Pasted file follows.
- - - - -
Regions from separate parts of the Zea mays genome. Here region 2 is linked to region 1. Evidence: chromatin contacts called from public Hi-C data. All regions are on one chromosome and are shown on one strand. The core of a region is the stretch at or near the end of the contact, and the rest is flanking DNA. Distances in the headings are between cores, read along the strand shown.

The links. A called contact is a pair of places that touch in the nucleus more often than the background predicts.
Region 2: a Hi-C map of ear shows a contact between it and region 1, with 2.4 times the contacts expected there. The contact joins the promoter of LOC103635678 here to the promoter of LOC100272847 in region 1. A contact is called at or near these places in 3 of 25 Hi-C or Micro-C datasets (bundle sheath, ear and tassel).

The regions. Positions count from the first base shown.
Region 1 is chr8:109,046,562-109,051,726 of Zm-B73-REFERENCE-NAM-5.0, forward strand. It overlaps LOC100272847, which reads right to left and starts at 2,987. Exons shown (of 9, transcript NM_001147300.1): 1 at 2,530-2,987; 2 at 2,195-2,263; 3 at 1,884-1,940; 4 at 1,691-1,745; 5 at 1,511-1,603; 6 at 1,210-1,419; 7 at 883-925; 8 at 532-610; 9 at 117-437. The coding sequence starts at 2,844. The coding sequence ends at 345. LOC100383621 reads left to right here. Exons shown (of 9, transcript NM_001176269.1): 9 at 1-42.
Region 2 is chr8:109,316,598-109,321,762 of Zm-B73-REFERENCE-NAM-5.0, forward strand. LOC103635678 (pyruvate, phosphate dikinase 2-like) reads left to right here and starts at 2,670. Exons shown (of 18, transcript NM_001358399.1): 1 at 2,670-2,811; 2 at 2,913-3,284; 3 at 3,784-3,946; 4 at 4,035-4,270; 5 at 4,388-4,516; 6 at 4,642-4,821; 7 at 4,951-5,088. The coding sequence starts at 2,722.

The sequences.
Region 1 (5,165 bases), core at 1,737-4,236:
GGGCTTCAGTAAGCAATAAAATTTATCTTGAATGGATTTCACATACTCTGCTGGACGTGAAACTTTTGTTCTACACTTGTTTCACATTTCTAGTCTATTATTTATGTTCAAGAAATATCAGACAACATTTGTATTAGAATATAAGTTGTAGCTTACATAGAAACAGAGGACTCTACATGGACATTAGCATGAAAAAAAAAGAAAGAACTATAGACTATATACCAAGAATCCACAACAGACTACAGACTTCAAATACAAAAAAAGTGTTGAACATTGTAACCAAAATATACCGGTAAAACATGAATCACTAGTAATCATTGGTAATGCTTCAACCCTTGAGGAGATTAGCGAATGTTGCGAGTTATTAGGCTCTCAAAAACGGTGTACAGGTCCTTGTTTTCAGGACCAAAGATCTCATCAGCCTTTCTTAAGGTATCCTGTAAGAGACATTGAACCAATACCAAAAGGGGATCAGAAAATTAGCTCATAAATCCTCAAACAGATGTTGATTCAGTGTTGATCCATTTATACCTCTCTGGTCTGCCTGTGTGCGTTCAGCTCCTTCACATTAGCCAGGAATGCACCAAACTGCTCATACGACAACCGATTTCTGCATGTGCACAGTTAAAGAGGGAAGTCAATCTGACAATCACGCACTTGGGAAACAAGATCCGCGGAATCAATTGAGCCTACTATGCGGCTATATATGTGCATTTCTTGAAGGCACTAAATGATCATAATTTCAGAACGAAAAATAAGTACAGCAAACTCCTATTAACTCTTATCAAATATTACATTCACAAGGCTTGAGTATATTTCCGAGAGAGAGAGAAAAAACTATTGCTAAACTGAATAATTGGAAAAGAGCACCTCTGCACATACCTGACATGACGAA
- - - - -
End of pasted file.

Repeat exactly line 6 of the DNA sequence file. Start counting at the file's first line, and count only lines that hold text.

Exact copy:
Region 2 is chr8:109,316,598-109,321,762 of Zm-B73-REFERENCE-NAM-5.0, forward strand. LOC103635678 (pyruvate, phosphate dikinase 2-like) reads left to right here and starts at 2,670. Exons shown (of 18, transcript NM_001358399.1): 1 at 2,670-2,811; 2 at 2,913-3,284; 3 at 3,784-3,946; 4 at 4,035-4,270; 5 at 4,388-4,516; 6 at 4,642-4,821; 7 at 4,951-5,088. The coding sequence starts at 2,722.